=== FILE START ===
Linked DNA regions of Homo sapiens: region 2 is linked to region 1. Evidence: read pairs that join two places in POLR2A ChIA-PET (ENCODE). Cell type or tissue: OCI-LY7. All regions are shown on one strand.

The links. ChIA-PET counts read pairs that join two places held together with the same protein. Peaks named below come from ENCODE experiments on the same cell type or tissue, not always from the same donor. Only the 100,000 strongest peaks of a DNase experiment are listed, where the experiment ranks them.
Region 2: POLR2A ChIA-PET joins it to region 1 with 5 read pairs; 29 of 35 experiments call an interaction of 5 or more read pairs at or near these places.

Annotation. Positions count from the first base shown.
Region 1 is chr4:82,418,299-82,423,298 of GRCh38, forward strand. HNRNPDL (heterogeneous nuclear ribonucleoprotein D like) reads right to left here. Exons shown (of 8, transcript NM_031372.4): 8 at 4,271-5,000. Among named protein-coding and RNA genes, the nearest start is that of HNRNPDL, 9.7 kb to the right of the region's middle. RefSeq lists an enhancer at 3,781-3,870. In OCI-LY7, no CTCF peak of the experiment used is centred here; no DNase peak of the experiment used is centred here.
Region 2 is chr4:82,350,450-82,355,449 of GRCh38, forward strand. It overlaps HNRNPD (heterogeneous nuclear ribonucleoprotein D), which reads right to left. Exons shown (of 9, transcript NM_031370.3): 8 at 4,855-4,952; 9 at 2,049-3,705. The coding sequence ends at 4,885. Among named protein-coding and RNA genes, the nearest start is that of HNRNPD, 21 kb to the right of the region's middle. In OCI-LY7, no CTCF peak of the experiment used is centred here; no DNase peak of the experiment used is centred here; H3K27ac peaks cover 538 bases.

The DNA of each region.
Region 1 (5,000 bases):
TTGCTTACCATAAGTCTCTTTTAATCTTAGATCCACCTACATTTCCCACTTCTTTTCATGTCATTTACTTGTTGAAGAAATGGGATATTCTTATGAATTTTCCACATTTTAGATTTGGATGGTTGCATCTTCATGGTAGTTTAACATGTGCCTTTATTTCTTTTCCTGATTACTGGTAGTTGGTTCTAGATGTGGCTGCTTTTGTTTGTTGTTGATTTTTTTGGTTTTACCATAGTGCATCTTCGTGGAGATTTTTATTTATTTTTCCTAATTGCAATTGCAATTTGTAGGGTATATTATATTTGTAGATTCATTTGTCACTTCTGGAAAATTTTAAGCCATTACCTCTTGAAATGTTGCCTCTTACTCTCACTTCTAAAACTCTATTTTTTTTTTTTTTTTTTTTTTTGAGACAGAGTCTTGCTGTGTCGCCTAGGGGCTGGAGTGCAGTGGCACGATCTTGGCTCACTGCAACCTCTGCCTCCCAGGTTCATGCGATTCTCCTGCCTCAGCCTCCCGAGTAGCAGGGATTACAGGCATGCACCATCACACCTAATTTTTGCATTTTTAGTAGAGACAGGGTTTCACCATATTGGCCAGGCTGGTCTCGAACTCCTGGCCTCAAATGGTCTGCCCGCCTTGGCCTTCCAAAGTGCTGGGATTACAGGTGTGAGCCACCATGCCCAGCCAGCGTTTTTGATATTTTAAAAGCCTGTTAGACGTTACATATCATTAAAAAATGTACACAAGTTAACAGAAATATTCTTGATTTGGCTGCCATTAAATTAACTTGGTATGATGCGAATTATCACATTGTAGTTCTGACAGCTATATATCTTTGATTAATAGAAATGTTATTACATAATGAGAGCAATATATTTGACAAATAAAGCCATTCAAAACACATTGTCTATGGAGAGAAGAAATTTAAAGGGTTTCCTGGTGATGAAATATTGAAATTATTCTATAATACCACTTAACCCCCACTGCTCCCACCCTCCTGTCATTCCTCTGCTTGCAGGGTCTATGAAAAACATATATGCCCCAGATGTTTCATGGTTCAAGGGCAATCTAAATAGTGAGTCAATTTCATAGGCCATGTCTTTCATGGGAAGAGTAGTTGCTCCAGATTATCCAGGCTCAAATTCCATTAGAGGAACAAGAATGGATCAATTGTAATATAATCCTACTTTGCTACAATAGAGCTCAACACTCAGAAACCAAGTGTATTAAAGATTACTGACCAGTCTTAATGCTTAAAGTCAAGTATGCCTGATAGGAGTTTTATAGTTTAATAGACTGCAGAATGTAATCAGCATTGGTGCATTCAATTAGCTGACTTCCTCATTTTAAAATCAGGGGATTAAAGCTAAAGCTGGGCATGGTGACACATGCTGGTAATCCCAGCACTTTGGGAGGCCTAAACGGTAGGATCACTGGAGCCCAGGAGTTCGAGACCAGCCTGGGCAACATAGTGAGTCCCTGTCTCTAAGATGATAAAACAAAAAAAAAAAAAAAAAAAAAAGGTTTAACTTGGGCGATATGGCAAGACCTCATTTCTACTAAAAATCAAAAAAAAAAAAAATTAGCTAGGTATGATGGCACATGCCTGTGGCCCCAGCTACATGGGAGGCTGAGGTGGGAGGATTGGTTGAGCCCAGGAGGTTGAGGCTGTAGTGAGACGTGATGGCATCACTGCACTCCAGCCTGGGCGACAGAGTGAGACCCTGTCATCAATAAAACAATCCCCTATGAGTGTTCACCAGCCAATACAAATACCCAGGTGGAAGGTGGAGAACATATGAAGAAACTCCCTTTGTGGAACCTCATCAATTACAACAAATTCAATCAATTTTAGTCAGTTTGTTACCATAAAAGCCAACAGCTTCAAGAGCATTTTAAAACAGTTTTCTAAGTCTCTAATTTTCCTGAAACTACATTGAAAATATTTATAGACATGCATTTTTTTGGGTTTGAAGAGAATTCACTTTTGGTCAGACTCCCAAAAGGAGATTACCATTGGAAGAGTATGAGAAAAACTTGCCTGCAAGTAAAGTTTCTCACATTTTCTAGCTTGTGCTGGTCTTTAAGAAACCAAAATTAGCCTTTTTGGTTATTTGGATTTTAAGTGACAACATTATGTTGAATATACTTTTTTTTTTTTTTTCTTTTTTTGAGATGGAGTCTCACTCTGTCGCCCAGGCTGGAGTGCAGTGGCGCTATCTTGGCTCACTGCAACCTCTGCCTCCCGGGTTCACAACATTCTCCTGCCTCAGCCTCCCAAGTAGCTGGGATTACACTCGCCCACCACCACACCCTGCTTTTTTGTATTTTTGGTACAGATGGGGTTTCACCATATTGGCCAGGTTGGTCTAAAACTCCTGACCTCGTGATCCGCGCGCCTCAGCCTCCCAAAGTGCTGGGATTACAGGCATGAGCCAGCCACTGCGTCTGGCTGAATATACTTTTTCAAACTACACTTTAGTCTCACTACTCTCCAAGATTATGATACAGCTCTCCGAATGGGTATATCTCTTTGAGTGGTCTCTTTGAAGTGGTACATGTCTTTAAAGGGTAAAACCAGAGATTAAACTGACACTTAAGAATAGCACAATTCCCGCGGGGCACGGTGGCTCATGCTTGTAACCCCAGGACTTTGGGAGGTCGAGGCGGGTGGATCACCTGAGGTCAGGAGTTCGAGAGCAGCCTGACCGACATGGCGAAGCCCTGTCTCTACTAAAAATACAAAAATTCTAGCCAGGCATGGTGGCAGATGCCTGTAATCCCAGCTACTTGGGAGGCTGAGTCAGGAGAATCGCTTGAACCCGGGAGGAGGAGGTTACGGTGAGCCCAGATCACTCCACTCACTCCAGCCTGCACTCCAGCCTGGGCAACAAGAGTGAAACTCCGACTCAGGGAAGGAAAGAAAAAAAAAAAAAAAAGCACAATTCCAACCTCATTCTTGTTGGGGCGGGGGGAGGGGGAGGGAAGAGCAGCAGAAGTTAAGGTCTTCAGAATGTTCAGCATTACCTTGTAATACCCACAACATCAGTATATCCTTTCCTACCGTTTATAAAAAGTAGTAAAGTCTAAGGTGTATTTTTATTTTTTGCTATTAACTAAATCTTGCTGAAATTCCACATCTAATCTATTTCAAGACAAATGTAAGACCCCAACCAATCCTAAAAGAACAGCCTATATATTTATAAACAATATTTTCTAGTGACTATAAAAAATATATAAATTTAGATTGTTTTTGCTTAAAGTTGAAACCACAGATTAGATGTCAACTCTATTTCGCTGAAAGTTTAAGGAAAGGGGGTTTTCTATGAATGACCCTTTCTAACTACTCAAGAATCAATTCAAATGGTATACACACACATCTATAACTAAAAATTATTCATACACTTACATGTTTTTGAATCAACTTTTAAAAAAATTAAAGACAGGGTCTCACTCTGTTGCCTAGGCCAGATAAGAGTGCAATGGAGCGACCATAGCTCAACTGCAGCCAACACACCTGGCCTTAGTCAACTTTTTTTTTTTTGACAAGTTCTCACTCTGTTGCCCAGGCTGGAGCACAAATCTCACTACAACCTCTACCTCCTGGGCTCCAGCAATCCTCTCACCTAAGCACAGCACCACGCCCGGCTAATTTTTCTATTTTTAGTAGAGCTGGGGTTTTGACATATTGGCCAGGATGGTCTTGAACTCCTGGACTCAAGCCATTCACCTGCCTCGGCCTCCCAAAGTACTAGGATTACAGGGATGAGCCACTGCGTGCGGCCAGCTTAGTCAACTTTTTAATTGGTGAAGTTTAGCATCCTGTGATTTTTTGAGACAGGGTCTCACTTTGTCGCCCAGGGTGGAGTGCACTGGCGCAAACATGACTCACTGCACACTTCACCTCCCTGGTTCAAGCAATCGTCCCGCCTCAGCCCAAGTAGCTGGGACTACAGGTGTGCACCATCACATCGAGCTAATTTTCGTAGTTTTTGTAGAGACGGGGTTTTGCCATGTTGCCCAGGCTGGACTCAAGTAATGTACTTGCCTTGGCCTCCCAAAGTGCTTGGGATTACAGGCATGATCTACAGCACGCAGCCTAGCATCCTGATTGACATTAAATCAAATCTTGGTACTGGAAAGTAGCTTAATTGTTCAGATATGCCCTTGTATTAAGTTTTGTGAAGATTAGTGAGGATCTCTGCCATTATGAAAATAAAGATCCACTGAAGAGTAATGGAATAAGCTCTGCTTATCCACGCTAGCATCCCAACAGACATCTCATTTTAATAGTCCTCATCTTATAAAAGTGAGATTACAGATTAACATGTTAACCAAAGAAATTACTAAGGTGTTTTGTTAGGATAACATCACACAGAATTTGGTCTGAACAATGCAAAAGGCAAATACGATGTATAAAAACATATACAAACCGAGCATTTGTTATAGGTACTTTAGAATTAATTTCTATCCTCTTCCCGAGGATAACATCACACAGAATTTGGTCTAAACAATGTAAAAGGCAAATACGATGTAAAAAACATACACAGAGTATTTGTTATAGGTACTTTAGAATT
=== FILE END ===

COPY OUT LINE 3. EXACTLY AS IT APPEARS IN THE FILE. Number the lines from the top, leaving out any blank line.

Region 2: POLR2A ChIA-PET joins it to region 1 with 5 read pairs; 29 of 35 experiments call an interaction of 5 or more read pairs at or near these places.